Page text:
The Pigsty Hill Light Railway - a Very Small Garden Railway


The Coffee-Pot or ‘WILLIE RUSHTON’ - A Geared Steam Locomotive

After some effort, I managed to get hold of a Brandbright steam tram to replace the one that I had so ill-advisedly sold more than ten years previously. The beast is gas-fired with a vertical boiler that feeds oscillating cylinders driving the wheels through 2:1 reduction gearing.




The panned photograph gives a misleading impression of speed - it was a very dark day and a very long exposure! When well fettled it runs at a maximum scale speed of about 25mph and will pull remarkable loads.


The steam tram was given the new running number 8 and named "Willie Rushton" after a great comedian and very likeable man.


It was originally intended that it should run under radio control and this was added, but later removed when the PHLR was extended to allow for manual steam running. The method is described here, just to show how small a space is needed.


The design of the loco leaves a space between the frames at both ends, just sufficient for a radio control receiver and a 4 x AA battery pack. U-shaped pieces of brass sheet were fashioned to fit between the frames, to which they were bolted, to hold the battery pack and receiver.

wpeb1e1560_0f.jpg wp0b16961b_0f.jpg

I decided to control just the reverser, and this proved to be a wise move, as the loco is controllable enough by this method. A bracket* was made out of a piece of scrap brass sheet to hold the servo firmly between the roof and the motor block. The operating lever was removed from the reversing block and replaced with a cunning device made out of thick wire which held a bolt, on which was pivoted the wire connected to the servo arm. The picture should make this rather less opaque.


* The simple bracket in the picture was replaced by a much more sophisticated item after the photo was taken.




As I said, the radio control was stripped out after I modified the railway so, was it worth it? Yes, in the sense that I'm a lot more confident in my bodgelling now and that, having made those changes, I'm prepared for more radical surgery in the future.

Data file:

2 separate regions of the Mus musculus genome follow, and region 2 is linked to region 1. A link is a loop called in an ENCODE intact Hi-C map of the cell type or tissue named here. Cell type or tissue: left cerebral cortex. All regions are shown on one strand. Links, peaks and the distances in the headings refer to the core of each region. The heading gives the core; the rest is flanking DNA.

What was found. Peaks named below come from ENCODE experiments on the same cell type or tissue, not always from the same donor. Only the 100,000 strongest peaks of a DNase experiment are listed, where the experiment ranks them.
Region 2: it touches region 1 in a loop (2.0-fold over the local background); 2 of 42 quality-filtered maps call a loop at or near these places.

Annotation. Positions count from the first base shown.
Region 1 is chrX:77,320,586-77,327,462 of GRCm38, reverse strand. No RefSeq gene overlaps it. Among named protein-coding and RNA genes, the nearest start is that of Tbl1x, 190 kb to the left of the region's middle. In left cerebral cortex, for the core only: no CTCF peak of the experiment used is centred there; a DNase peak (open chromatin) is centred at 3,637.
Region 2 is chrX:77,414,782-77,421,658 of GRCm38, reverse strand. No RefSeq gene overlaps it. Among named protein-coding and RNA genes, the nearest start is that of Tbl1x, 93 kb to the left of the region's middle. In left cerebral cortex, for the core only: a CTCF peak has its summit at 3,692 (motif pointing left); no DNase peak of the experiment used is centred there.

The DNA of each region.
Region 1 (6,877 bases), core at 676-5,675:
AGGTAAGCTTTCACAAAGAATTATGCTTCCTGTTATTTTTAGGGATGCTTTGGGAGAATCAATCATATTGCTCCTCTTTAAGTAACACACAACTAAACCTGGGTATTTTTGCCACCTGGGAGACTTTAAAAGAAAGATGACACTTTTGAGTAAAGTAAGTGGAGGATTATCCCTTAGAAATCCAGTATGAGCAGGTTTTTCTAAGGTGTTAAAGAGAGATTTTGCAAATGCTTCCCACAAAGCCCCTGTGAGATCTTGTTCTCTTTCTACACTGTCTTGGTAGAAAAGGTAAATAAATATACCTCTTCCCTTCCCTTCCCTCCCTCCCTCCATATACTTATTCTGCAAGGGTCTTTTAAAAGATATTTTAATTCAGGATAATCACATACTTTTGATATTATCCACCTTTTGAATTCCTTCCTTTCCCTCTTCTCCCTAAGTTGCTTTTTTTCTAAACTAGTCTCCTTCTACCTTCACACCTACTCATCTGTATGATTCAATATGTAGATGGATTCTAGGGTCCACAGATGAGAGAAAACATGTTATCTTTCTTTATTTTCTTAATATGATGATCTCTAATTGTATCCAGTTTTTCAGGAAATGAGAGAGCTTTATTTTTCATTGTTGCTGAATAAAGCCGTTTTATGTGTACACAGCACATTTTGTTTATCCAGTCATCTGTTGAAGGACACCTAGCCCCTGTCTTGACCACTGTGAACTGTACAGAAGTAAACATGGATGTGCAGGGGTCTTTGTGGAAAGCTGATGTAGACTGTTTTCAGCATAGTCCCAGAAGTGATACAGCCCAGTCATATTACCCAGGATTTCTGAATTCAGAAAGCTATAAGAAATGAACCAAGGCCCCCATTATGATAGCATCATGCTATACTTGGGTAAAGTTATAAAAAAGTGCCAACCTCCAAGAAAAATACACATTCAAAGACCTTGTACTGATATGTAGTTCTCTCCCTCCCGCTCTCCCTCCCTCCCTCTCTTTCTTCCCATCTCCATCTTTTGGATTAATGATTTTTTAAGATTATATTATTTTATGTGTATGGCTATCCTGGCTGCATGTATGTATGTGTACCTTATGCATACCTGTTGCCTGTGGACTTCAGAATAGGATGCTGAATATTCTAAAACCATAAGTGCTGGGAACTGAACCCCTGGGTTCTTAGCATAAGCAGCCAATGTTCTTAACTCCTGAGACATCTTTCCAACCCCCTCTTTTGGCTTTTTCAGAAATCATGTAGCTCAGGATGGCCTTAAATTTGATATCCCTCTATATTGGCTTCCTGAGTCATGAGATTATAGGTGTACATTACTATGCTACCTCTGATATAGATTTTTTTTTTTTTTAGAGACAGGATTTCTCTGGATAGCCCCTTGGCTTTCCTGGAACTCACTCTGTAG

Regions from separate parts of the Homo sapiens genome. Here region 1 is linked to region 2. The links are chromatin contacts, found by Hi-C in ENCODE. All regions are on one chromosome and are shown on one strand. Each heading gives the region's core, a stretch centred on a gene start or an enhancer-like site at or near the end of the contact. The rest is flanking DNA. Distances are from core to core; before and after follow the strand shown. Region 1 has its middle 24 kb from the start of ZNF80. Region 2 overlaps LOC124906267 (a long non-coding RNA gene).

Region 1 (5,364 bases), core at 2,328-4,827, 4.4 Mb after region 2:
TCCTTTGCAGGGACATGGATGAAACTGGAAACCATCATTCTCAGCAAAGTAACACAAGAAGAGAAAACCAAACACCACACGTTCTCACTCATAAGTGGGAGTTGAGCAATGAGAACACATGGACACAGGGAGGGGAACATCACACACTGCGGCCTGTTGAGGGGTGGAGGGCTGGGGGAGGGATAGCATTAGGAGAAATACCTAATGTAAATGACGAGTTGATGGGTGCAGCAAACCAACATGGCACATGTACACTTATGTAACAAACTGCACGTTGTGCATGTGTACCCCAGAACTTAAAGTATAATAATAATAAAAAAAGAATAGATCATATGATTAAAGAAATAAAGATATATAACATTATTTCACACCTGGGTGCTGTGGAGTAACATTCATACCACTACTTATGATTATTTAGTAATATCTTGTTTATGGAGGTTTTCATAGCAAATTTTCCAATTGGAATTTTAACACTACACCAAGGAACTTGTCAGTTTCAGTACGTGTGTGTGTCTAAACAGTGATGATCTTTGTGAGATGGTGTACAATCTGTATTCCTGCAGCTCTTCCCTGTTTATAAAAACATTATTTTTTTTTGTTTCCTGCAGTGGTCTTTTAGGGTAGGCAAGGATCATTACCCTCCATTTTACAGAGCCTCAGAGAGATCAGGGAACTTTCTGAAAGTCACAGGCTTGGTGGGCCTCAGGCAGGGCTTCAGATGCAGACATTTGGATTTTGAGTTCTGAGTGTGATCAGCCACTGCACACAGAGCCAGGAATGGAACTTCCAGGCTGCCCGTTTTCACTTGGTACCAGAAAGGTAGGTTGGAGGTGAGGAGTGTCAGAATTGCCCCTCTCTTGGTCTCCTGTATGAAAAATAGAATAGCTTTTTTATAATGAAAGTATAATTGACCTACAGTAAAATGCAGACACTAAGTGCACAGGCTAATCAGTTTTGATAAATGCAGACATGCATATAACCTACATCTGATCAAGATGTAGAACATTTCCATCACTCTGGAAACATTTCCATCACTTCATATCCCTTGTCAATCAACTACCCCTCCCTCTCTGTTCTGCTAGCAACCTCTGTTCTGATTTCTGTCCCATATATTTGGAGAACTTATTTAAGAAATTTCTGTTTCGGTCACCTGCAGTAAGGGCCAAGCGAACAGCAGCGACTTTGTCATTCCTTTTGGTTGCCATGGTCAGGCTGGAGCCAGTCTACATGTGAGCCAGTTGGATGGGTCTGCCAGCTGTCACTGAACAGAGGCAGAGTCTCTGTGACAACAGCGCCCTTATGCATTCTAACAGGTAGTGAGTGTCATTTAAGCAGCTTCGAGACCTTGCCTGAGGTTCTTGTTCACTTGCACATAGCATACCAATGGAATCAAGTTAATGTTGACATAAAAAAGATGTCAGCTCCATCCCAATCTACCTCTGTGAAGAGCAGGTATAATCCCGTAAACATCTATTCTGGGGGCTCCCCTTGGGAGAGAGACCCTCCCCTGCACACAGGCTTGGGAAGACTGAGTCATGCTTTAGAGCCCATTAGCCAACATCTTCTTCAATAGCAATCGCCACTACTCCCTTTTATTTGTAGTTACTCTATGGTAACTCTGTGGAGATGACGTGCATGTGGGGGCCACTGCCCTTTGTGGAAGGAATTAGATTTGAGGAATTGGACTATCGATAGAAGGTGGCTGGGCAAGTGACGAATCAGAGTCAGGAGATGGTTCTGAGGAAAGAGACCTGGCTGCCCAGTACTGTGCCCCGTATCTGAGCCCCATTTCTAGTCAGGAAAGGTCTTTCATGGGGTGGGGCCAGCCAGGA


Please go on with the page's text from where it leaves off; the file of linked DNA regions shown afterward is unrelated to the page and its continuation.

I've already raised the lubricator slightly to improve the oil flow and bodged a solid brass fitting to hold it clear of the footplate (and had to re-solder the steam inlet to the motor block as a result). The next job will be to improve the gas burner, which is fine in a dead calm but tends to blow out at the first light breeze. The final job will be to build a tram body similar to the Sentinel once operated by the North Borneo Railway and currently in the museum at Kota Kinabalu.



Well, so much for plans!


It was an irritant that the wheels were uninsulated, which meant I couldn't use the station lighting while this loco was on the track, so I asked on the 16-millimetre E-group where I could get insulated wheels to suit. Colin Binnie, the Sage of Wookey, very kindly made me a set, which I set about fitting.


I stripped the beast down to change the wheels, and finding that the running gear was very worn, decided that the time had come to replace it. I experimented with Delrin (plastic) chain drive, which worked well and looked good. I also tried Meccano metal chain drive which, perhaps surprisingly, was less effective.

wp16b10bd8_0f.jpg wp995ceca3_0f.jpg

However, I was rather taken with an Australian Coffee-pot with a half-cab and rod drive, so I bought a set of fly-cranks from Essel Engineering and fitted these. I had to make my own connecting rods from brass strip and drill them out for the crank-pins. Much to my amazement, the second set I made worked - the first steam moving parts I'd ever made. The chassis ran freely, and when I raised steam, mirabile dictu, the wheels went round!


wpbb4a9fdb_0f.jpg wpc968710b_0f.jpg


Now I decided to re-build the superstructure as a half-cab. I am quite pleased with the appearance, and it makes running and maintenance much easier. It took a fair bit of courage to take tin-snips to the roof, though! This was thoroughly stripped with Nitromors and primed with Hammerite Special Metals Primer. It was then painted with Hammerite spray Gloss Black, in several coats. The result is very much to my taste.


The name and number plates were re-affixed using silicone adhesive (Maplins part number RE89), which doesn't wreck the paint finish and, so far has held them tight.

The beast now runs beautifully and is currently my only steam loco. It is happy with my 18" radius return loop despite its 3.75" wheelbase, although it does give the impression of a crab, and will pull anything I can put behind it. The gas burner, however, is still a little temperamental, and will be the object of my next Round Tuit.